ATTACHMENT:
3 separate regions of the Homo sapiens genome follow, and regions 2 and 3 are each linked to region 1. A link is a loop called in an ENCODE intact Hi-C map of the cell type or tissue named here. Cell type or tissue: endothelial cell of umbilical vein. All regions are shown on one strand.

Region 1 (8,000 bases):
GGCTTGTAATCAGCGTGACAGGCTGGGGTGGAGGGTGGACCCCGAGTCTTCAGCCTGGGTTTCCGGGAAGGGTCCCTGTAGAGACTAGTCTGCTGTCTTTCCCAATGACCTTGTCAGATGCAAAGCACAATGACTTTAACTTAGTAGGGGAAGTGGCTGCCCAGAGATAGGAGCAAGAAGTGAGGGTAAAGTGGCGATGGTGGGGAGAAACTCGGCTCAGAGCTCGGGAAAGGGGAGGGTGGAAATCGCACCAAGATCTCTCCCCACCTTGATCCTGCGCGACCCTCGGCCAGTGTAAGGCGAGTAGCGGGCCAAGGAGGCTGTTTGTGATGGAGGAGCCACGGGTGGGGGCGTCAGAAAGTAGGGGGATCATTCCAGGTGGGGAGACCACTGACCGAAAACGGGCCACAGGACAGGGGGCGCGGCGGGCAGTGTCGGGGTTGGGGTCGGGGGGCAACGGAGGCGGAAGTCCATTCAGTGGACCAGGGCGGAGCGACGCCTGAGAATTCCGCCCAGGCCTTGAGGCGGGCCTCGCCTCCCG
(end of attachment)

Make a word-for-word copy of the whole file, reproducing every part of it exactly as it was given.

3 separate regions of the Homo sapiens genome follow, and regions 2 and 3 are each linked to region 1. A link is a loop called in an ENCODE intact Hi-C map of the cell type or tissue named here. Cell type or tissue: endothelial cell of umbilical vein. All regions are shown on one strand.

Region 1 (8,000 bases):
GGCTTGTAATCAGCGTGACAGGCTGGGGTGGAGGGTGGACCCCGAGTCTTCAGCCTGGGTTTCCGGGAAGGGTCCCTGTAGAGACTAGTCTGCTGTCTTTCCCAATGACCTTGTCAGATGCAAAGCACAATGACTTTAACTTAGTAGGGGAAGTGGCTGCCCAGAGATAGGAGCAAGAAGTGAGGGTAAAGTGGCGATGGTGGGGAGAAACTCGGCTCAGAGCTCGGGAAAGGGGAGGGTGGAAATCGCACCAAGATCTCTCCCCACCTTGATCCTGCGCGACCCTCGGCCAGTGTAAGGCGAGTAGCGGGCCAAGGAGGCTGTTTGTGATGGAGGAGCCACGGGTGGGGGCGTCAGAAAGTAGGGGGATCATTCCAGGTGGGGAGACCACTGACCGAAAACGGGCCACAGGACAGGGGGCGCGGCGGGCAGTGTCGGGGTTGGGGTCGGGGGGCAACGGAGGCGGAAGTCCATTCAGTGGACCAGGGCGGAGCGACGCCTGAGAATTCCGCCCAGGCCTTGAGGCGGGCCTCGCCTCCCG